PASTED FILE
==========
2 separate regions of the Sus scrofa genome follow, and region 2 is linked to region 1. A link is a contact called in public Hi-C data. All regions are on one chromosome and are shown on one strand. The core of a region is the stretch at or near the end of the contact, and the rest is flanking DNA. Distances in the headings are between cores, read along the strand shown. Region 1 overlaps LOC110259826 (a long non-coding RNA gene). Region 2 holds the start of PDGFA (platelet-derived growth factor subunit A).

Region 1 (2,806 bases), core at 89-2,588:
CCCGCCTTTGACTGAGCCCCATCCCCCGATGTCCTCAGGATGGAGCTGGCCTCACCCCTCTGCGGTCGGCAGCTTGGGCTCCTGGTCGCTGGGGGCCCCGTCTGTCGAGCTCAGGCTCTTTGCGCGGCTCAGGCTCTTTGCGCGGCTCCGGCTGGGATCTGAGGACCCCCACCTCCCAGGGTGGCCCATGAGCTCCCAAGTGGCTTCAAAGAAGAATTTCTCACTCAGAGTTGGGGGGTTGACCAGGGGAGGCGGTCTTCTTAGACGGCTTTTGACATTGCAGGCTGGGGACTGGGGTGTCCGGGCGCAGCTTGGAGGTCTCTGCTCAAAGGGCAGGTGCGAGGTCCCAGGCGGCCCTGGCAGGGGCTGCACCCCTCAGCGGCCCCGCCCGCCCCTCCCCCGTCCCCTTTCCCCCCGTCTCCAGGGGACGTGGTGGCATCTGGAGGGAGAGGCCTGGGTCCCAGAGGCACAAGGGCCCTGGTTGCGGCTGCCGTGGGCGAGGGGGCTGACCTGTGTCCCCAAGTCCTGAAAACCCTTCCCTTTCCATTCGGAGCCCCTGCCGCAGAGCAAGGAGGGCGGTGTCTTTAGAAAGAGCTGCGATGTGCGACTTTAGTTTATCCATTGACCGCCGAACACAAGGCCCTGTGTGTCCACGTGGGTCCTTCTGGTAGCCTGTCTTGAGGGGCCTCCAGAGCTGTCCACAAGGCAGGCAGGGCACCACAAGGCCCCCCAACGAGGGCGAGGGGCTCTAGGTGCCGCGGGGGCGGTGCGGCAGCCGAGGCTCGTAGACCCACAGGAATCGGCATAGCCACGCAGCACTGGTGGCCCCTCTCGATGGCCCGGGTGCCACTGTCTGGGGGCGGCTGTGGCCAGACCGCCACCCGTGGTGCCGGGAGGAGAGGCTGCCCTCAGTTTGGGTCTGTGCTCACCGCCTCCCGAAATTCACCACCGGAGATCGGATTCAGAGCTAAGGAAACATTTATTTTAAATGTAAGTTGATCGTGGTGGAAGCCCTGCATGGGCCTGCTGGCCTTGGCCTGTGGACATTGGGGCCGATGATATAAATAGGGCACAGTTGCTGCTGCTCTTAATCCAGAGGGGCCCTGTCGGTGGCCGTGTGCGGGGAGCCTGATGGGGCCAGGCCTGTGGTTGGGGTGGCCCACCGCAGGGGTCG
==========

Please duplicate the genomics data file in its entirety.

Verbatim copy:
2 separate regions of the Sus scrofa genome follow, and region 2 is linked to region 1. A link is a contact called in public Hi-C data. All regions are on one chromosome and are shown on one strand. The core of a region is the stretch at or near the end of the contact, and the rest is flanking DNA. Distances in the headings are between cores, read along the strand shown. Region 1 overlaps LOC110259826 (a long non-coding RNA gene). Region 2 holds the start of PDGFA (platelet-derived growth factor subunit A).

Region 1 (2,806 bases), core at 89-2,588:
CCCGCCTTTGACTGAGCCCCATCCCCCGATGTCCTCAGGATGGAGCTGGCCTCACCCCTCTGCGGTCGGCAGCTTGGGCTCCTGGTCGCTGGGGGCCCCGTCTGTCGAGCTCAGGCTCTTTGCGCGGCTCAGGCTCTTTGCGCGGCTCCGGCTGGGATCTGAGGACCCCCACCTCCCAGGGTGGCCCATGAGCTCCCAAGTGGCTTCAAAGAAGAATTTCTCACTCAGAGTTGGGGGGTTGACCAGGGGAGGCGGTCTTCTTAGACGGCTTTTGACATTGCAGGCTGGGGACTGGGGTGTCCGGGCGCAGCTTGGAGGTCTCTGCTCAAAGGGCAGGTGCGAGGTCCCAGGCGGCCCTGGCAGGGGCTGCACCCCTCAGCGGCCCCGCCCGCCCCTCCCCCGTCCCCTTTCCCCCCGTCTCCAGGGGACGTGGTGGCATCTGGAGGGAGAGGCCTGGGTCCCAGAGGCACAAGGGCCCTGGTTGCGGCTGCCGTGGGCGAGGGGGCTGACCTGTGTCCCCAAGTCCTGAAAACCCTTCCCTTTCCATTCGGAGCCCCTGCCGCAGAGCAAGGAGGGCGGTGTCTTTAGAAAGAGCTGCGATGTGCGACTTTAGTTTATCCATTGACCGCCGAACACAAGGCCCTGTGTGTCCACGTGGGTCCTTCTGGTAGCCTGTCTTGAGGGGCCTCCAGAGCTGTCCACAAGGCAGGCAGGGCACCACAAGGCCCCCCAACGAGGGCGAGGGGCTCTAGGTGCCGCGGGGGCGGTGCGGCAGCCGAGGCTCGTAGACCCACAGGAATCGGCATAGCCACGCAGCACTGGTGGCCCCTCTCGATGGCCCGGGTGCCACTGTCTGGGGGCGGCTGTGGCCAGACCGCCACCCGTGGTGCCGGGAGGAGAGGCTGCCCTCAGTTTGGGTCTGTGCTCACCGCCTCCCGAAATTCACCACCGGAGATCGGATTCAGAGCTAAGGAAACATTTATTTTAAATGTAAGTTGATCGTGGTGGAAGCCCTGCATGGGCCTGCTGGCCTTGGCCTGTGGACATTGGGGCCGATGATATAAATAGGGCACAGTTGCTGCTGCTCTTAATCCAGAGGGGCCCTGTCGGTGGCCGTGTGCGGGGAGCCTGATGGGGCCAGGCCTGTGGTTGGGGTGGCCCACCGCAGGGGTCG